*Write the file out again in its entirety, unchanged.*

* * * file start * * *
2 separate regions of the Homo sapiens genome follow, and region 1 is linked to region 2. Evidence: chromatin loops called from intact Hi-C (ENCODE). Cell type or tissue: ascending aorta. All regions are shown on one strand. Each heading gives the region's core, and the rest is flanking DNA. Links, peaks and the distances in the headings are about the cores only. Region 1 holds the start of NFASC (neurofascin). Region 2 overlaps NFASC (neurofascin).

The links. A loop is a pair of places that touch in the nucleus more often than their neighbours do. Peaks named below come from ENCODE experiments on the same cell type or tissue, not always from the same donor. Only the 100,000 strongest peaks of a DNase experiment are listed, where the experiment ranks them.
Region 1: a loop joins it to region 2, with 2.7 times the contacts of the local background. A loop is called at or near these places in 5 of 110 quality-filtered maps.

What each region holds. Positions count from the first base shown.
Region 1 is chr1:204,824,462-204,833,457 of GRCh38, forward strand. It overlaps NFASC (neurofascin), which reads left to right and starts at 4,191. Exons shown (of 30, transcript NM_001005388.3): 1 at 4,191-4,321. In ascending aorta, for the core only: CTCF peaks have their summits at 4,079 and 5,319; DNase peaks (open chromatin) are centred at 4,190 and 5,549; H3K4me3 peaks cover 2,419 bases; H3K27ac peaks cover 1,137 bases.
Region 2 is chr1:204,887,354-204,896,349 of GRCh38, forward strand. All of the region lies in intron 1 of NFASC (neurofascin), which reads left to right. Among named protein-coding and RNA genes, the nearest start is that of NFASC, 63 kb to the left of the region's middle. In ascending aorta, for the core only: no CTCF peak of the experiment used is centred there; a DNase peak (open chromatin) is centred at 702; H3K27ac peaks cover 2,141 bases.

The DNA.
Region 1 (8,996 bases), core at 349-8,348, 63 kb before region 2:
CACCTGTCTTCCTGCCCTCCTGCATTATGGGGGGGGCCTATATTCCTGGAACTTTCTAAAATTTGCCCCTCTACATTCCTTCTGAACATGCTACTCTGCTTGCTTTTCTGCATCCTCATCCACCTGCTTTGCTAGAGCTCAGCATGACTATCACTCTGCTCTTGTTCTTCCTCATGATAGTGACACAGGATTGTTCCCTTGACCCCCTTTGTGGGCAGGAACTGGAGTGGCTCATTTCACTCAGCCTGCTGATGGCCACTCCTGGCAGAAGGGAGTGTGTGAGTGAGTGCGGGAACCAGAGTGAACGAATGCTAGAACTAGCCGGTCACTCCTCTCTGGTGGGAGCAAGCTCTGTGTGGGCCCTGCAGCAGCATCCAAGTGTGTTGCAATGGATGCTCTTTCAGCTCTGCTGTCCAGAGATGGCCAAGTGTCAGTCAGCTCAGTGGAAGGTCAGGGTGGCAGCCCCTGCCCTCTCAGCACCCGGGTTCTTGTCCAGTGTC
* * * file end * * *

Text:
2 separate regions of the Homo sapiens genome follow, and region 1 is linked to region 2. Evidence: chromatin loops called from intact Hi-C (ENCODE). Cell type or tissue: ascending aorta. All regions are shown on one strand. Each heading gives the region's core, and the rest is flanking DNA. Links, peaks and the distances in the headings are about the cores only. Region 1 holds the start of NFASC (neurofascin). Region 2 overlaps NFASC (neurofascin).

The links. A loop is a pair of places that touch in the nucleus more often than their neighbours do. Peaks named below come from ENCODE experiments on the same cell type or tissue, not always from the same donor. Only the 100,000 strongest peaks of a DNase experiment are listed, where the experiment ranks them.
Region 1: a loop joins it to region 2, with 2.7 times the contacts of the local background. A loop is called at or near these places in 5 of 110 quality-filtered maps.

What each region holds. Positions count from the first base shown.
Region 1 is chr1:204,824,462-204,833,457 of GRCh38, forward strand. It overlaps NFASC (neurofascin), which reads left to right and starts at 4,191. Exons shown (of 30, transcript NM_001005388.3): 1 at 4,191-4,321. In ascending aorta, for the core only: CTCF peaks have their summits at 4,079 and 5,319; DNase peaks (open chromatin) are centred at 4,190 and 5,549; H3K4me3 peaks cover 2,419 bases; H3K27ac peaks cover 1,137 bases.
Region 2 is chr1:204,887,354-204,896,349 of GRCh38, forward strand. All of the region lies in intron 1 of NFASC (neurofascin), which reads left to right. Among named protein-coding and RNA genes, the nearest start is that of NFASC, 63 kb to the left of the region's middle. In ascending aorta, for the core only: no CTCF peak of the experiment used is centred there; a DNase peak (open chromatin) is centred at 702; H3K27ac peaks cover 2,141 bases.

The DNA.
Region 1 (8,996 bases), core at 349-8,348, 63 kb before region 2:
CACCTGTCTTCCTGCCCTCCTGCATTATGGGGGGGGCCTATATTCCTGGAACTTTCTAAAATTTGCCCCTCTACATTCCTTCTGAACATGCTACTCTGCTTGCTTTTCTGCATCCTCATCCACCTGCTTTGCTAGAGCTCAGCATGACTATCACTCTGCTCTTGTTCTTCCTCATGATAGTGACACAGGATTGTTCCCTTGACCCCCTTTGTGGGCAGGAACTGGAGTGGCTCATTTCACTCAGCCTGCTGATGGCCACTCCTGGCAGAAGGGAGTGTGTGAGTGAGTGCGGGAACCAGAGTGAACGAATGCTAGAACTAGCCGGTCACTCCTCTCTGGTGGGAGCAAGCTCTGTGTGGGCCCTGCAGCAGCATCCAAGTGTGTTGCAATGGATGCTCTTTCAGCTCTGCTGTCCAGAGATGGCCAAGTGTCAGTCAGCTCAGTGGAAGGTCAGGGTGGCAGCCCCTGCCCTCTCAGCACCCGGGTTCTTGTCCAGTGTC